At the same time, MLflow intends to take any codebase written in its format and make it reusable by many data scientists.
ML Workflow and How MLflow Helps
ML projects require data scientists to experiment with a wide range of datasets and algorithms to build models that maximize a specific target set.
Still, once scientists have built a model, they also need to deploy it in a production setting, monitor the model’s performance over a period of time, and retrain it if any degradation is observed. Thus, working with ML can be challenging for reasons including but not limited to:
Tracking: When working on a personal setup, it can become difficult to track and comment on which data and what parameters were input for a distinct result.
Reproducibility: It can be challenging for different teams of data scientists working on a project to reproduce a code that worked the first time on your laptop. The same problem may occur when running the same code at a larger scale on a different platform.
Model Packaging: Different teams have different approaches to model packaging, which may cause problems when collaborating.
Model Version Management: During the lifecycle of the ML project, multiple models are created. There is a lack of a central place to manage model versions.
Above mentioned problems can be tackled using individual or multiple ML libraries. MLflow permits a user to train, deploy and reuse ML models with multiple libraries, and other scientists can later use that model as a “Black Box.”
The platform helps sort these issues using its components which are discussed below.
Components of MLflow
MLflow offers four components for ML workflow management. These four components can be visualized as shown in fig 2.
MLflow Tracking is a user interface for scientists to log the parameters, metrics, code versions, and other aspects when working on ML projects. The tracking can be used in any environment to log results. For example, an entire team may use it to compare results from different users.
The component works around the concept of runs (execution of data science code). Each run records the following information:
MLflow Projects are a standard format for packaging data science code such that they can be reused. These packages are a directory with Git repository or a code.
Each project uses a descriptor file to find how to run the project (i.e., the project may contain a file as conda.yaml to specify the Conda environment). A project can specify properties as:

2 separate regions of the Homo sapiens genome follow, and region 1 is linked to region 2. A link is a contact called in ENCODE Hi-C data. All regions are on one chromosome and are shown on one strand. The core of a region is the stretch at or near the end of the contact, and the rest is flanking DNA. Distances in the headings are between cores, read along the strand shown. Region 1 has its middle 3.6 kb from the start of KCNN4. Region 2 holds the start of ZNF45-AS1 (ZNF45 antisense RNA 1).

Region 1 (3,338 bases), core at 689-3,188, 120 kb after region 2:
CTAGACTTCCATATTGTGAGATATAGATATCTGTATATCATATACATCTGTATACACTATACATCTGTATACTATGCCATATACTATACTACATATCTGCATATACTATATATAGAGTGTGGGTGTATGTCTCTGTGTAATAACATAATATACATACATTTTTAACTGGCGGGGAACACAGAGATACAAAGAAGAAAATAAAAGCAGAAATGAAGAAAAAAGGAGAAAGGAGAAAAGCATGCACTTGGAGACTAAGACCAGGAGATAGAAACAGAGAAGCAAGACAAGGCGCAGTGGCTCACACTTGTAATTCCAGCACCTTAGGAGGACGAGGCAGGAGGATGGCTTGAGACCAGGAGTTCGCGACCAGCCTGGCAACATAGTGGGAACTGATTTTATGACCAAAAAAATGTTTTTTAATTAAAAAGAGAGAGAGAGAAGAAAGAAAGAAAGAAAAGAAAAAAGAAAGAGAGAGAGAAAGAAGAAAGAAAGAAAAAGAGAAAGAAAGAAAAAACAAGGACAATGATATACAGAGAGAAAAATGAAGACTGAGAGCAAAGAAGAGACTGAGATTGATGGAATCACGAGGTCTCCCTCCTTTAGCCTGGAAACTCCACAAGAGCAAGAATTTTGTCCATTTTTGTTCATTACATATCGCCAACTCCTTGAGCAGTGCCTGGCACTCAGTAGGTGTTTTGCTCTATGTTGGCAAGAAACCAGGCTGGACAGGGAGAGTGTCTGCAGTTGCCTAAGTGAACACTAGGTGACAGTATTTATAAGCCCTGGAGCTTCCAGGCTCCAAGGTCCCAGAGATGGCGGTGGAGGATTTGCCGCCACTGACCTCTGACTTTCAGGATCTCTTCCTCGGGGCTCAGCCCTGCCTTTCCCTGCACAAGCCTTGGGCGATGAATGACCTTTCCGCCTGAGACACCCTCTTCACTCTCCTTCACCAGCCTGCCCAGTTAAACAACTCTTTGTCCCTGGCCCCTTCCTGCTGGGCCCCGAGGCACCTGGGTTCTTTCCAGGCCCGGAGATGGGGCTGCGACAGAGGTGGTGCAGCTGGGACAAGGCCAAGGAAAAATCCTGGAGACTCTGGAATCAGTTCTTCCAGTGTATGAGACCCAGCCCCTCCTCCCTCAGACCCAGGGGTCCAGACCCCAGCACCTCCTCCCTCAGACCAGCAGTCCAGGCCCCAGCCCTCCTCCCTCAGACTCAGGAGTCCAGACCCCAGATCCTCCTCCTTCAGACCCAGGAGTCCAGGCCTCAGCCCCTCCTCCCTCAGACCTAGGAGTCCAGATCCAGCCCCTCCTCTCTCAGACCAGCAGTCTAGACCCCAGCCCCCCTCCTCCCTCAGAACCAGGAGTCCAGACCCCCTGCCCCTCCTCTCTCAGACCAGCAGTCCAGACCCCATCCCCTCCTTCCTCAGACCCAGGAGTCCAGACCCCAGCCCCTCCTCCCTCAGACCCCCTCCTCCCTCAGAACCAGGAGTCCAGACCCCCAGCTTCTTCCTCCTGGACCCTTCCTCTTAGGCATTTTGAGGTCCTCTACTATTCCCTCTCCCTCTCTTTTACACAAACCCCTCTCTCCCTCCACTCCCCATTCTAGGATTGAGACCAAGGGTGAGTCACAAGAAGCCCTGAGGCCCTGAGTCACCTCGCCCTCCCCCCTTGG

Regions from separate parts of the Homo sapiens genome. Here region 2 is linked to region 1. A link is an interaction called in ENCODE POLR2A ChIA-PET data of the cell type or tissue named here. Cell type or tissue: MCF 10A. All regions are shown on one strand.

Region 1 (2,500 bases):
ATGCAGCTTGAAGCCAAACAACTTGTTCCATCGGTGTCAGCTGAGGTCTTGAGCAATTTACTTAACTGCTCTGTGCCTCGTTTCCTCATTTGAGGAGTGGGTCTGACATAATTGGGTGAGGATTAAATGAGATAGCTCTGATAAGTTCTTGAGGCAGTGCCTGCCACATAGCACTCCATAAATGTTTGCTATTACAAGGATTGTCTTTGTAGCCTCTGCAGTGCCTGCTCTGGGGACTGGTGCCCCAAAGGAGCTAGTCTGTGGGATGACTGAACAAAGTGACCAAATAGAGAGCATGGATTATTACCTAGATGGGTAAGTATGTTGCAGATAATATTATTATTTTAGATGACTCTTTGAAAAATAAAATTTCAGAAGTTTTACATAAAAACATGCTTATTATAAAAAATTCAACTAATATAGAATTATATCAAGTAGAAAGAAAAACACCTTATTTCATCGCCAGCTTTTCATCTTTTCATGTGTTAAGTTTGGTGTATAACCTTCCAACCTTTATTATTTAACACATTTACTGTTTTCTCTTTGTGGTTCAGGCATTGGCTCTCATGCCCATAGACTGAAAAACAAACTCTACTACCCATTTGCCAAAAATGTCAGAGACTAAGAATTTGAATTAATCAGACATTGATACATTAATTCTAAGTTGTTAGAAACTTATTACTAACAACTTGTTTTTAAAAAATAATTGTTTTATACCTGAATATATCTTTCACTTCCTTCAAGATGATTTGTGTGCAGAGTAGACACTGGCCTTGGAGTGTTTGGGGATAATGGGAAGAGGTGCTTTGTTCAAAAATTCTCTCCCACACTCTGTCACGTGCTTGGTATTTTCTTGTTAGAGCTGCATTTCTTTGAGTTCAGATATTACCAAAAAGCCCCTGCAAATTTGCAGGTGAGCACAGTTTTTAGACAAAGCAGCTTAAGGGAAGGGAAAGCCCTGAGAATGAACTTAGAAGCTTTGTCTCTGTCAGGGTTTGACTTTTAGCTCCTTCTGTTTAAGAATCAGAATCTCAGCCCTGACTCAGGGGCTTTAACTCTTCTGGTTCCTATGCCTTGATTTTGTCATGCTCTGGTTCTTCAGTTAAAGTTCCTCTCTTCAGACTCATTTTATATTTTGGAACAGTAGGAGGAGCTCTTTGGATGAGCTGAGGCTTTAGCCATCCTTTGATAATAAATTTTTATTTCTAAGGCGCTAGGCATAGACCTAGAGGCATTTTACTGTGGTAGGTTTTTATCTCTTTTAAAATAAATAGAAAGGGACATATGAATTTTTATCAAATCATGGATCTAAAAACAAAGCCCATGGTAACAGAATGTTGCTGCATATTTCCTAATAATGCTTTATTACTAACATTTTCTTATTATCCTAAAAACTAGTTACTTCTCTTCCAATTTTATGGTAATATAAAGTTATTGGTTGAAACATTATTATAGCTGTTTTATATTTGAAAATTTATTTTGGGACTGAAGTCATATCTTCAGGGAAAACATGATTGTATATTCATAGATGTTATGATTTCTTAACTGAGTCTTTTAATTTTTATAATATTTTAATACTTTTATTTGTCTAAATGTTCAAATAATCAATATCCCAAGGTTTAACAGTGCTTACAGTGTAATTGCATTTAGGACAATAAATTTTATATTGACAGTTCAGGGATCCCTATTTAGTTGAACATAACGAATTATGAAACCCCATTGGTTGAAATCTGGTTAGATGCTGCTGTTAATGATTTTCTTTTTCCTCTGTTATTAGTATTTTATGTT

MLflow Project works well with MLflow tracking; MLflow will automatically detect the project version and other parameters when used together. Thus, one can run existing MLflow Projects from GitHub and combine them in their workflow.
Models can be seen as a format that captures the flavor of the model that is to be deployed in a variety of environments. Models are saved in a directory including descriptor and arbitrary file that lists all the “Flavors” that the model can be deployed in.
Keeping flavors field aside, the MLflow model YAML format may contain:
MLflow Model Registry
MLflow Model Registry presents a centralized store for models, APIs, and UIs to manage the full life cycle of an ML model. The Model Registry introduces concepts that define and assist during the entire lifecycle of an MLflow Model.
To summarize, we have discussed the life cycle of an ML Model project and potential problems that may arise during different project stages. How the philosophy of MLOps can help us solve such problems and how MLflow as a tool can be of potential to us.
Top digital transformation companies often board MLOps experts experienced in understanding and managing the MLflow lifecycle and how to build and run models with ease, and track and code environments, etc.
Hassan Sherwani is the Head of Data Analytics and Data Science working at Royal Cyber. He holds a PhD in IT and data analytics and has acquired a decade worth experience in the IT industry, startups and Academia. Hassan is also obtaining hands-on experience in Machine (Deep) learning for energy, retail, banking, law, telecom, and automotive sectors as part of his professional development endeavors.